The 2018 BAMcinemaFest, the 10th edition of the annual festival, kicked off Wednesday and runs until Sunday, July 1st. It has, over the last decade, established itself as one of the best, most daringly curated selections of American independent filmmaking that moviegoers could ask for, undoubtedly the borough’s perennial apogee for new cinema. This year’s slate is, unsurprisingly, replete with excellent films from exciting filmmakers, both neophytes and veterans, culling highlights from less consistent smorgasbords like Sundance (Madeline’s Madeline, Sorry to Bother You, Leave No Trace) and South by Southwest (The Gospel of Eureka, Support the Girls, Relaxer), while picking up a few choice cuts from Locarno (Distant Constellation) and Rotterdam (The Pain of Others). Mixed in with these festival season holdovers are a handful of world premieres: The first collaborative feature from three Reverse Shot critics (Feast of the Epiphany); New York-based filmmaker Aaron Schimberg’s second feature (Chained for Life); and a new film from BAM alums Lev Kalman and Whitney Horn (Two Plains & a Fancy). Check out the fest’s full schedule and lineup, and look for our second dispatch next week.
In an independent film scene that too often evinces a paucity of imagination, Feast of the Epiphany — directed by Reverse Shot editors Michael Koresky, Jeff Reichert, and staff writer Farihah Zaman — displays a refreshingly protean ambition. The film leaps from a disorienting blend of actors’ screen tests and dramatic line readings to a domestic gathering sketched in snatches of dialogue and bathed in prismatic light. And that’s just the prelude to the main event: an intimate, Brooklyn-set dinner party (observed from its lavish preparation to its closing emotional swell) that transitions, abruptly and decisively, to the fields of Roxbury Farm, a community agriculture space limned in sensorially rich passages (indicative of Reichert and Zaman’s background in documentary). What’s achieved is a delicate interplay between constituent, subtly connected parts which don’t fuse together so much as vibrate in expectation, creating generative flashes of recognition in the process. The sensation is an elusive but recognizable one, of having grasped onto something that somehow feels greater than it is; of being unable to articulate why, and yet knowing with certainty that it is so. Dig deeper. You don’t know what you may find. Lawrence Garcia
Beware the pseudo-experimental feature film that begins with a declaration that ‘this is a metaphor.’ Madeline’s Madeline is the third feature film directed by Josephine Decker, but you’d never guess it based on how amateurish much of it is; the cinematography is blurry, murky, and wavers in and out of focus for no discernible reason other than to proclaim this is subjective. Long scenes of actors performing experimental theater exercises grow tiresome quickly, and have no formal or narrative value. The entire project feels like hours of coverage ham-fistedly edited together with no grace or rhythm. Decker does better work with actors: Molly Parker and Miranda July give good performances for the material they’ve been given, although neither can quite shape an actual character out of it. As Madeline, newcomer Helena Howard is shockingly good, especially given some of the nonsense she’s required to do. She gives a full-blooded, fearless performance, but the film ultimately fails her hard work, succumbing to easy ‘is this all in her head’ clichés. Decker strives for an epiphany, settles for fake transcendence. Daniel Gorman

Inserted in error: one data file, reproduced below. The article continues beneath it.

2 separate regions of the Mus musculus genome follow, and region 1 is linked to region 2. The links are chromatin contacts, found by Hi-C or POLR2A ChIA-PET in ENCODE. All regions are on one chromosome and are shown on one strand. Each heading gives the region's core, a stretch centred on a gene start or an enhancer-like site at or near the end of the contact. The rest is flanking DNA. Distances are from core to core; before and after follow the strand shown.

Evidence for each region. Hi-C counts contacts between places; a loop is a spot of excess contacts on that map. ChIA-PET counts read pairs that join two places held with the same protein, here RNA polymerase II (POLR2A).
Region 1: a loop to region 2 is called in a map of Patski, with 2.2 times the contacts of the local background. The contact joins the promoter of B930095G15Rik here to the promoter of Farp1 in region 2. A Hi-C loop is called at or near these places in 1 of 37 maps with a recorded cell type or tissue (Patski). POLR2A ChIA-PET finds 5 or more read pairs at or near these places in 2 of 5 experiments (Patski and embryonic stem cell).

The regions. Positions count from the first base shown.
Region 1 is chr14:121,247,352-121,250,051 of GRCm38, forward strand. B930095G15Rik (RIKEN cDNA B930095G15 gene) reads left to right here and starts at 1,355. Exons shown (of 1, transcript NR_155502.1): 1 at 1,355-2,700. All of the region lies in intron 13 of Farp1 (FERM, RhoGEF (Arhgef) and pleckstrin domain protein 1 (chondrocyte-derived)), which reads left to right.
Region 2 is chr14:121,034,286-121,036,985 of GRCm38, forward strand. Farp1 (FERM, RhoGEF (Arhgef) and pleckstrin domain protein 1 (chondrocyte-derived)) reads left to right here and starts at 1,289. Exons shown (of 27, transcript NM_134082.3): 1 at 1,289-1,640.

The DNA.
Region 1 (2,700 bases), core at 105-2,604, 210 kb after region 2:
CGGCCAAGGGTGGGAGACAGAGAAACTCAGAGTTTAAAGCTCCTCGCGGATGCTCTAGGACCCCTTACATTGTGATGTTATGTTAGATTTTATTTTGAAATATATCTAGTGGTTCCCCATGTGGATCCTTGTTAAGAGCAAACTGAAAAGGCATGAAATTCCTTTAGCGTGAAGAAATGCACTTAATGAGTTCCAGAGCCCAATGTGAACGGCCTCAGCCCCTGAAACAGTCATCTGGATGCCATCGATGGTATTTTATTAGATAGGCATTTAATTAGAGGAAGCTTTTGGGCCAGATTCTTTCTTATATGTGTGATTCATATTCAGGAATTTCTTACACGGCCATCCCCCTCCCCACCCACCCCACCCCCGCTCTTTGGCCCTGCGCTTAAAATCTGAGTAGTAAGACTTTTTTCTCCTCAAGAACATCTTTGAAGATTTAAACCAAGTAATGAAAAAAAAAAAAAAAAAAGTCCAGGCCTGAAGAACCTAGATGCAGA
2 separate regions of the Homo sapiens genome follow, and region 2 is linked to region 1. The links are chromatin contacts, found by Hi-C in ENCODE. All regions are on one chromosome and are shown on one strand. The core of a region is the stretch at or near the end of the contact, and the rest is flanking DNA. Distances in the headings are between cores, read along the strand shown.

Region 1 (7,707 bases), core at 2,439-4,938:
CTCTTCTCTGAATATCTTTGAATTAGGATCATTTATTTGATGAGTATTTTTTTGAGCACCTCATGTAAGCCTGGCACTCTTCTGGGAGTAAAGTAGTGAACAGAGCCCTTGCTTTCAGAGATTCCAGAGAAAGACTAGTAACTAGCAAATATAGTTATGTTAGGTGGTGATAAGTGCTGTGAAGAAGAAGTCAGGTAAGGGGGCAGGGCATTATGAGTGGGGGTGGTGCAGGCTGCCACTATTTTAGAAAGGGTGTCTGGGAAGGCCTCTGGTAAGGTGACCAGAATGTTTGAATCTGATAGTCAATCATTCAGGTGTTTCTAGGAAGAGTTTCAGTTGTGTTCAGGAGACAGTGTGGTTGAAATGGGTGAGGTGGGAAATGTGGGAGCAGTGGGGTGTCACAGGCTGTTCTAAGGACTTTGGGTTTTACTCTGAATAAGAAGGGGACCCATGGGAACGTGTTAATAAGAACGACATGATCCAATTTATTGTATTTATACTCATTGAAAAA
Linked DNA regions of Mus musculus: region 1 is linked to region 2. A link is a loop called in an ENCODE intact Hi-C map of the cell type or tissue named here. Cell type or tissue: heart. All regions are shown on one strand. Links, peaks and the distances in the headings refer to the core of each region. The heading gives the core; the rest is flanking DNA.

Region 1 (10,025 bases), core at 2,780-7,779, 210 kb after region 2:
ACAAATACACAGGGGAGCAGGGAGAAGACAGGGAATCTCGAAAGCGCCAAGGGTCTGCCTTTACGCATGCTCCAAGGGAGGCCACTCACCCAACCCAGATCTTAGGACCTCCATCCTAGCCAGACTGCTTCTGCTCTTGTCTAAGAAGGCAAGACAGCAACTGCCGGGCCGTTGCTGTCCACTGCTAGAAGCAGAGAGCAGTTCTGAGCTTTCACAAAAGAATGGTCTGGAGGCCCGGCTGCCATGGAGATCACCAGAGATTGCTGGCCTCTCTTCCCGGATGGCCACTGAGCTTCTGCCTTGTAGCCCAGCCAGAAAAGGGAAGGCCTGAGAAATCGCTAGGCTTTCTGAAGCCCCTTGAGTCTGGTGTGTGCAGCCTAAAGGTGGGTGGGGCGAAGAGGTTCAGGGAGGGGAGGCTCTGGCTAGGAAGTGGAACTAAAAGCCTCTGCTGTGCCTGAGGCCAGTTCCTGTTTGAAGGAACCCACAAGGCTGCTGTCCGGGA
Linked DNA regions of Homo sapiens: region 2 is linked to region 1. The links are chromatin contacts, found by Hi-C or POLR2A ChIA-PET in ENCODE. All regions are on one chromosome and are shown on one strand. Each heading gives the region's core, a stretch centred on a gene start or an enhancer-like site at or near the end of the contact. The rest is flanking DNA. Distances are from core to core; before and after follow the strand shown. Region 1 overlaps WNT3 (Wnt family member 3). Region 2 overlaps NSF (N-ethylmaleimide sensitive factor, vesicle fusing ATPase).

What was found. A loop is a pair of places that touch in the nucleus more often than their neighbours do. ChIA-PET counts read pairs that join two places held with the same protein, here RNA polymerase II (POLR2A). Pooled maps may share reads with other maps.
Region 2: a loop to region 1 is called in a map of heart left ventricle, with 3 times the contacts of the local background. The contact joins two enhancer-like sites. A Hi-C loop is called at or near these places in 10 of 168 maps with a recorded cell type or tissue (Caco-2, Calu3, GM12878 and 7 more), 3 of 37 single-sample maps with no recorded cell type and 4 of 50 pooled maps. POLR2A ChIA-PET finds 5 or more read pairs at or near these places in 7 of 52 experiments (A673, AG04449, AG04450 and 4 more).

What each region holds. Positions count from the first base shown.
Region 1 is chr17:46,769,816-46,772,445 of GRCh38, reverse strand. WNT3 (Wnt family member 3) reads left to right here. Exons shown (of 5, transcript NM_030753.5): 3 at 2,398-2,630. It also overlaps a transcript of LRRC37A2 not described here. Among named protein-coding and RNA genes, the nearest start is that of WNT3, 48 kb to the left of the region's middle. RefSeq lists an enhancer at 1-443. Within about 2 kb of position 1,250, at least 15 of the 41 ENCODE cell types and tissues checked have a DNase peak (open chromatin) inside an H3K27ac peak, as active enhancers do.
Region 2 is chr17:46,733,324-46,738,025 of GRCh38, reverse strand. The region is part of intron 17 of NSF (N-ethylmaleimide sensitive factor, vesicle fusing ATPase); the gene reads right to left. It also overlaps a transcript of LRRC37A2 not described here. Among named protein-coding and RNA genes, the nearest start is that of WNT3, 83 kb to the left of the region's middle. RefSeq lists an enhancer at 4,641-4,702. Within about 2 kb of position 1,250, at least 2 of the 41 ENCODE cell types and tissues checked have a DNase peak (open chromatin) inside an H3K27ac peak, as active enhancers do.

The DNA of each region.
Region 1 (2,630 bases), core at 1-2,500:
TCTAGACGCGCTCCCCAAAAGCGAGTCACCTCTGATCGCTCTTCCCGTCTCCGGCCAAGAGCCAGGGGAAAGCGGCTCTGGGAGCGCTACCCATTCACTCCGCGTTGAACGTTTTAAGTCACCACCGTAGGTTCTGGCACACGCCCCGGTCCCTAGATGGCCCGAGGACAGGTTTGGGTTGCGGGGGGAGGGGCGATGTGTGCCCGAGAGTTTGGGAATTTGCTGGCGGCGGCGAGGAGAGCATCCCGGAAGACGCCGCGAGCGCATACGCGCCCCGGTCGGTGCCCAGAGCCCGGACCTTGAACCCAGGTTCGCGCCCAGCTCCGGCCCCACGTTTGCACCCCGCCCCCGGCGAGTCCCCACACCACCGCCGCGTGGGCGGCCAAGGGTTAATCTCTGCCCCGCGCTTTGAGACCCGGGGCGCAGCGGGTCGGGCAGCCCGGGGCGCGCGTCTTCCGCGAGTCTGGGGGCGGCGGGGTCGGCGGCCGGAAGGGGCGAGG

Debra Granik‘s new film works best when it doesn’t allow the purity of its empathy to get in the way of its critique of the systems that let down its central pair, the PTSD-suffering war veteran Will (Ben Foster) and his 13 year-old daughter Tom (Thomasin McKenzie). The two endeavor to sustain an existence away from the machinations of society in a forested Portland park, and an early scene of Will being administered a 435-question personality test suggests Granik’s intention to expose the inadequacies of the institutions that this country relies on to reintegrate the disenfranchised. But this becomes merely a marginal theme of Leave No Trace, which is fine if you don’t think a film following the social problems exacerbated by America’s two wars has the responsibility to be more assertively political. As Will’s PTSD takes on a greater presence in the narrative, and as Granik’s survivalist two-hander swells into a fuller portrait of America’s lower class and its alternative economies, the broad strokes of humanism here feel a bit too simplistic. What saves the film, then, is the strength of its two leads, and the intricacies of the relationship between them. Foster in particular does career-best work in a role that gives the actor’s usual tics, and the barely suppressed anxieties governing them, an acute emotional and psychological focus. Sam C. Mac